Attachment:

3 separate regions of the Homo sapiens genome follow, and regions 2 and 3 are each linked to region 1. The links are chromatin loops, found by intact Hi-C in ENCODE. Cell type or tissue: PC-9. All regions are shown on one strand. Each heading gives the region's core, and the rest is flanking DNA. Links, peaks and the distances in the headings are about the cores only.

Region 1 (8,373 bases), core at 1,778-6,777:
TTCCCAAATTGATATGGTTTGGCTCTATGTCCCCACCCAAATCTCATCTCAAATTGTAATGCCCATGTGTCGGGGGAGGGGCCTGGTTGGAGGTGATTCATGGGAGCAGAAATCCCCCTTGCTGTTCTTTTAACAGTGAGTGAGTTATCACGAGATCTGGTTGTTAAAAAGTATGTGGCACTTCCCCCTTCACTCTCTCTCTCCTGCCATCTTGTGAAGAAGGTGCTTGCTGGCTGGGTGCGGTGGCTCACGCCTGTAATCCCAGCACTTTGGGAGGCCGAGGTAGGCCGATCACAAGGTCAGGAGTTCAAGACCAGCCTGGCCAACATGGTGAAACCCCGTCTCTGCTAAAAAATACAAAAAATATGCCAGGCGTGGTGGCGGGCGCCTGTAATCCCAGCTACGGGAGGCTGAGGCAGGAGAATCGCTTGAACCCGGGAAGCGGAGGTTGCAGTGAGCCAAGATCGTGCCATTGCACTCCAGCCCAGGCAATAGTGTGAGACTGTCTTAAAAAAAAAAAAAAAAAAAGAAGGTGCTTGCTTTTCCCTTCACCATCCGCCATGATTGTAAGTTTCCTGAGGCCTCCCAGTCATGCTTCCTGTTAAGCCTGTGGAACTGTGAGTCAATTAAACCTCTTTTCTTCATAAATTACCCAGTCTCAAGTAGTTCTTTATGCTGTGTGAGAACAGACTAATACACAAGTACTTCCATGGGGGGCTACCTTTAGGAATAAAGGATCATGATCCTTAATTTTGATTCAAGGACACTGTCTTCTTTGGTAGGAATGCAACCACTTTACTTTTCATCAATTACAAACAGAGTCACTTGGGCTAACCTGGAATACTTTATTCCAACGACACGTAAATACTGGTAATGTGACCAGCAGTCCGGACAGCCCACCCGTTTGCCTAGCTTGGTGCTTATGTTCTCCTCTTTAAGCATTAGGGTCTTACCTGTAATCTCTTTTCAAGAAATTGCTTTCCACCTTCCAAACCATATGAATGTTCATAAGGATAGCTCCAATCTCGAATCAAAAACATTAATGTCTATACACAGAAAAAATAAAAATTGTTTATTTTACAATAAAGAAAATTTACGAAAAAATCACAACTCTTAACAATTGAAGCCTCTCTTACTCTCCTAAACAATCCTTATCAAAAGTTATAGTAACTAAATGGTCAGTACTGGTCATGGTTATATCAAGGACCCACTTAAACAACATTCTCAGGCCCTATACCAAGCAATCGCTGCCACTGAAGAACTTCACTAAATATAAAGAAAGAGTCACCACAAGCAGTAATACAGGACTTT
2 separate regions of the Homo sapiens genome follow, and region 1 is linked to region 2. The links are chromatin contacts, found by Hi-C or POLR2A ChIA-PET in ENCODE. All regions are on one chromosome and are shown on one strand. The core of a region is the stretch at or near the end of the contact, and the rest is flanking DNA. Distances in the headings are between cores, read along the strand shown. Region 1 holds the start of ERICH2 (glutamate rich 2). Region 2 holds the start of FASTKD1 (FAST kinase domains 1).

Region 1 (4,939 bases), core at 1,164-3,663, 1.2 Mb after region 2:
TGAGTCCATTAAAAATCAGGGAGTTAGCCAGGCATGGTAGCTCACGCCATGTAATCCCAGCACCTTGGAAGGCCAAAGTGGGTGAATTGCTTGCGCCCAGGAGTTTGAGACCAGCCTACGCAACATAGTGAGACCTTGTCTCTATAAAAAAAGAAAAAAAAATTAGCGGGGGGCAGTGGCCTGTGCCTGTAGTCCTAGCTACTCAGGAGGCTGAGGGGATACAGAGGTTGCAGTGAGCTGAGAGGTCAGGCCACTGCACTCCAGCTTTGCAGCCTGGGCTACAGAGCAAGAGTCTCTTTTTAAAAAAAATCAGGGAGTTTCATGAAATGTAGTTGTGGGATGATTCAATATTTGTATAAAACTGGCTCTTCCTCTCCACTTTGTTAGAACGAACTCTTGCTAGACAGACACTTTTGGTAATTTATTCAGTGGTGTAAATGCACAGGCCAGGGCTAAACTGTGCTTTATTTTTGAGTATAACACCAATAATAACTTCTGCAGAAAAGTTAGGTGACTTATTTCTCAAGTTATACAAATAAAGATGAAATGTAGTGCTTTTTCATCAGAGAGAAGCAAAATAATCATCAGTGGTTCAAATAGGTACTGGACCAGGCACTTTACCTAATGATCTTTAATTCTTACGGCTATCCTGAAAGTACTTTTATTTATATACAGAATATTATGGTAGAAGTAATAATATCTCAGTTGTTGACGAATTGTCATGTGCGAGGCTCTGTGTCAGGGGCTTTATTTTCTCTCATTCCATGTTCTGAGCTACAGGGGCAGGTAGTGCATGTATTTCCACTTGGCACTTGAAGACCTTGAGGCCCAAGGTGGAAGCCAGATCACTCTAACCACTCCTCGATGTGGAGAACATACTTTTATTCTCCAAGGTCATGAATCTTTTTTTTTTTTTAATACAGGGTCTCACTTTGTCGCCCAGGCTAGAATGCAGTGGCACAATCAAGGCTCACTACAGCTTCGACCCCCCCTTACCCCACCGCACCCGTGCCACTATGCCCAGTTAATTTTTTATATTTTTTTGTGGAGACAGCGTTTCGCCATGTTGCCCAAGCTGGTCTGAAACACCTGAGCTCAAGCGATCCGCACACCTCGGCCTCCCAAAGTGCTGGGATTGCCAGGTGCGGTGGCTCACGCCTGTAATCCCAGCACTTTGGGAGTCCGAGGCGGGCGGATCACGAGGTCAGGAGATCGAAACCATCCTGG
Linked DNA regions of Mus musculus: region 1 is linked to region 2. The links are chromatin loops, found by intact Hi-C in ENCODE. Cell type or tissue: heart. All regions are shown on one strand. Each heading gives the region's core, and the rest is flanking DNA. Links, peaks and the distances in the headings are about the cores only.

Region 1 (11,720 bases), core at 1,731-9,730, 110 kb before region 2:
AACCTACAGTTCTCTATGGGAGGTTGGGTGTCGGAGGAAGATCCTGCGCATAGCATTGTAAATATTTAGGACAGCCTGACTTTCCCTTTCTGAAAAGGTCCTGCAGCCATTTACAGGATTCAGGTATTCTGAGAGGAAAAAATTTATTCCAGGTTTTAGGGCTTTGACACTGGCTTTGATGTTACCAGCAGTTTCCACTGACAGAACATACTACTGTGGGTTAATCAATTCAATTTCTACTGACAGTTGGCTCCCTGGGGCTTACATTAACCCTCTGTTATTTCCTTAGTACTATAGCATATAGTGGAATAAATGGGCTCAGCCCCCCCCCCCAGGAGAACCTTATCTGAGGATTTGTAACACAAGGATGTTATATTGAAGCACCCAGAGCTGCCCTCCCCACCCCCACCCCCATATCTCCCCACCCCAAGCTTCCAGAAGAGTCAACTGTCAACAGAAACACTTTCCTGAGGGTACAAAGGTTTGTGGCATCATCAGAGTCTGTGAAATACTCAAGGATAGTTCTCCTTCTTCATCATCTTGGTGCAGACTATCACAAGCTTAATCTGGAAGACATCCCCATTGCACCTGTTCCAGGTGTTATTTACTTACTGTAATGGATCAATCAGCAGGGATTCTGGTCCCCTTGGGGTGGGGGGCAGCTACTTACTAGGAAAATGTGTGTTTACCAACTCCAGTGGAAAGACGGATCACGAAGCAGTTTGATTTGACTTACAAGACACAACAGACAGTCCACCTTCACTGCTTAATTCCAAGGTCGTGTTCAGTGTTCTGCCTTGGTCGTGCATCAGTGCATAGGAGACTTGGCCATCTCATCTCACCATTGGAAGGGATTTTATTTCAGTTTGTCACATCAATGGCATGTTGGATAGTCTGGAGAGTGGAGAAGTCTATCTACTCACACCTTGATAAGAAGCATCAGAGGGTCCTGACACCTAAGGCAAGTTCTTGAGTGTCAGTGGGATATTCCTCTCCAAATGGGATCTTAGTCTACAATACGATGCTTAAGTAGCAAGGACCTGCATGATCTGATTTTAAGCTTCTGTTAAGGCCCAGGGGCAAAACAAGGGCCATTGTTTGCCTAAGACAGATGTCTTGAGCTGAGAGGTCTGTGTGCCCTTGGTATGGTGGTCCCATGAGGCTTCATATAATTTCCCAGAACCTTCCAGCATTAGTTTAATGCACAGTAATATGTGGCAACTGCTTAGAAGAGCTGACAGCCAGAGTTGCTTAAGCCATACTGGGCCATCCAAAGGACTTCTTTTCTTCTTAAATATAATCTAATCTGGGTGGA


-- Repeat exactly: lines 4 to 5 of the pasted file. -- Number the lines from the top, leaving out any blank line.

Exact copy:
2 separate regions of the Homo sapiens genome follow, and region 1 is linked to region 2. The links are chromatin contacts, found by Hi-C or POLR2A ChIA-PET in ENCODE. All regions are on one chromosome and are shown on one strand. The core of a region is the stretch at or near the end of the contact, and the rest is flanking DNA. Distances in the headings are between cores, read along the strand shown. Region 1 holds the start of ERICH2 (glutamate rich 2). Region 2 holds the start of FASTKD1 (FAST kinase domains 1).

Region 1 (4,939 bases), core at 1,164-3,663, 1.2 Mb after region 2: